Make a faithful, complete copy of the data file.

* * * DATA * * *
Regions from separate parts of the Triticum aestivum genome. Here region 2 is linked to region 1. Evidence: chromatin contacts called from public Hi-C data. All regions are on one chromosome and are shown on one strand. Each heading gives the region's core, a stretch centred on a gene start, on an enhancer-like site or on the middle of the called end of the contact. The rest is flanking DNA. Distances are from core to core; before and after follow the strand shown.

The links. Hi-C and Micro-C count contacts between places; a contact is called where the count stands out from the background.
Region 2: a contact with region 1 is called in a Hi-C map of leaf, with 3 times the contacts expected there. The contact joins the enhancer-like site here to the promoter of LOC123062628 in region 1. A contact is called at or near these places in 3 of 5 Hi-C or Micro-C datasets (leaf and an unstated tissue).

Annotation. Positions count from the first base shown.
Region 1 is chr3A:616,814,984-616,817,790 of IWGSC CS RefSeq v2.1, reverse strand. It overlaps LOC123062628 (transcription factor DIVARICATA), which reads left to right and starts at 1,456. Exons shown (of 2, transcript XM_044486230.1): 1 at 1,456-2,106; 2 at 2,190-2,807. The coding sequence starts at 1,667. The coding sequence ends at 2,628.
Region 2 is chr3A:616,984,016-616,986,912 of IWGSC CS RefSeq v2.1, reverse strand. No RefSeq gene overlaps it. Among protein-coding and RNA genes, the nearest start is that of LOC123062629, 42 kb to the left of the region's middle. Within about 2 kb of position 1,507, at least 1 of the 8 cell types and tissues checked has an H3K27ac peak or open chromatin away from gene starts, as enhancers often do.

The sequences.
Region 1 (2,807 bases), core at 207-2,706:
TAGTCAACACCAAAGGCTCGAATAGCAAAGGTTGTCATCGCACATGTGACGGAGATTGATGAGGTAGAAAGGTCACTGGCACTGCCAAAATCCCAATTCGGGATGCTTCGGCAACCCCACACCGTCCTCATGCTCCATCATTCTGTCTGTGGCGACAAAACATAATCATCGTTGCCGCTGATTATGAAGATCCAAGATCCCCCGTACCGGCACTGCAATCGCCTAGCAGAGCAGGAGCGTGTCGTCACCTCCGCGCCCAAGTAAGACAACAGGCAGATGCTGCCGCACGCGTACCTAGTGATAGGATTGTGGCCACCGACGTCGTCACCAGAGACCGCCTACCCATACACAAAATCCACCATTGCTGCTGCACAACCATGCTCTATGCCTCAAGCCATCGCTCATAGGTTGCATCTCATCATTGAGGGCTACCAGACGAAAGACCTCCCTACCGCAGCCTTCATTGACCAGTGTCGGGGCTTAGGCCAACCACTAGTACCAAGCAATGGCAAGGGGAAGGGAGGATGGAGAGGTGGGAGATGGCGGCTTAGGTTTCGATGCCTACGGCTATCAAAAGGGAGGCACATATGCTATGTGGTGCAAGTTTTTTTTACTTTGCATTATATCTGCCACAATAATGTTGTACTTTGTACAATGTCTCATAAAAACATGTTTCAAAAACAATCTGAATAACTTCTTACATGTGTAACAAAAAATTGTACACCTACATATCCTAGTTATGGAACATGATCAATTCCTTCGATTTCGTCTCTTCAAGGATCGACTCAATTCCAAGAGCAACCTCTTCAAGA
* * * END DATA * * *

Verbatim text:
Regions from separate parts of the Triticum aestivum genome. Here region 2 is linked to region 1. Evidence: chromatin contacts called from public Hi-C data. All regions are on one chromosome and are shown on one strand. Each heading gives the region's core, a stretch centred on a gene start, on an enhancer-like site or on the middle of the called end of the contact. The rest is flanking DNA. Distances are from core to core; before and after follow the strand shown.

The links. Hi-C and Micro-C count contacts between places; a contact is called where the count stands out from the background.
Region 2: a contact with region 1 is called in a Hi-C map of leaf, with 3 times the contacts expected there. The contact joins the enhancer-like site here to the promoter of LOC123062628 in region 1. A contact is called at or near these places in 3 of 5 Hi-C or Micro-C datasets (leaf and an unstated tissue).

Annotation. Positions count from the first base shown.
Region 1 is chr3A:616,814,984-616,817,790 of IWGSC CS RefSeq v2.1, reverse strand. It overlaps LOC123062628 (transcription factor DIVARICATA), which reads left to right and starts at 1,456. Exons shown (of 2, transcript XM_044486230.1): 1 at 1,456-2,106; 2 at 2,190-2,807. The coding sequence starts at 1,667. The coding sequence ends at 2,628.
Region 2 is chr3A:616,984,016-616,986,912 of IWGSC CS RefSeq v2.1, reverse strand. No RefSeq gene overlaps it. Among protein-coding and RNA genes, the nearest start is that of LOC123062629, 42 kb to the left of the region's middle. Within about 2 kb of position 1,507, at least 1 of the 8 cell types and tissues checked has an H3K27ac peak or open chromatin away from gene starts, as enhancers often do.

The sequences.
Region 1 (2,807 bases), core at 207-2,706:
TAGTCAACACCAAAGGCTCGAATAGCAAAGGTTGTCATCGCACATGTGACGGAGATTGATGAGGTAGAAAGGTCACTGGCACTGCCAAAATCCCAATTCGGGATGCTTCGGCAACCCCACACCGTCCTCATGCTCCATCATTCTGTCTGTGGCGACAAAACATAATCATCGTTGCCGCTGATTATGAAGATCCAAGATCCCCCGTACCGGCACTGCAATCGCCTAGCAGAGCAGGAGCGTGTCGTCACCTCCGCGCCCAAGTAAGACAACAGGCAGATGCTGCCGCACGCGTACCTAGTGATAGGATTGTGGCCACCGACGTCGTCACCAGAGACCGCCTACCCATACACAAAATCCACCATTGCTGCTGCACAACCATGCTCTATGCCTCAAGCCATCGCTCATAGGTTGCATCTCATCATTGAGGGCTACCAGACGAAAGACCTCCCTACCGCAGCCTTCATTGACCAGTGTCGGGGCTTAGGCCAACCACTAGTACCAAGCAATGGCAAGGGGAAGGGAGGATGGAGAGGTGGGAGATGGCGGCTTAGGTTTCGATGCCTACGGCTATCAAAAGGGAGGCACATATGCTATGTGGTGCAAGTTTTTTTTACTTTGCATTATATCTGCCACAATAATGTTGTACTTTGTACAATGTCTCATAAAAACATGTTTCAAAAACAATCTGAATAACTTCTTACATGTGTAACAAAAAATTGTACACCTACATATCCTAGTTATGGAACATGATCAATTCCTTCGATTTCGTCTCTTCAAGGATCGACTCAATTCCAAGAGCAACCTCTTCAAGA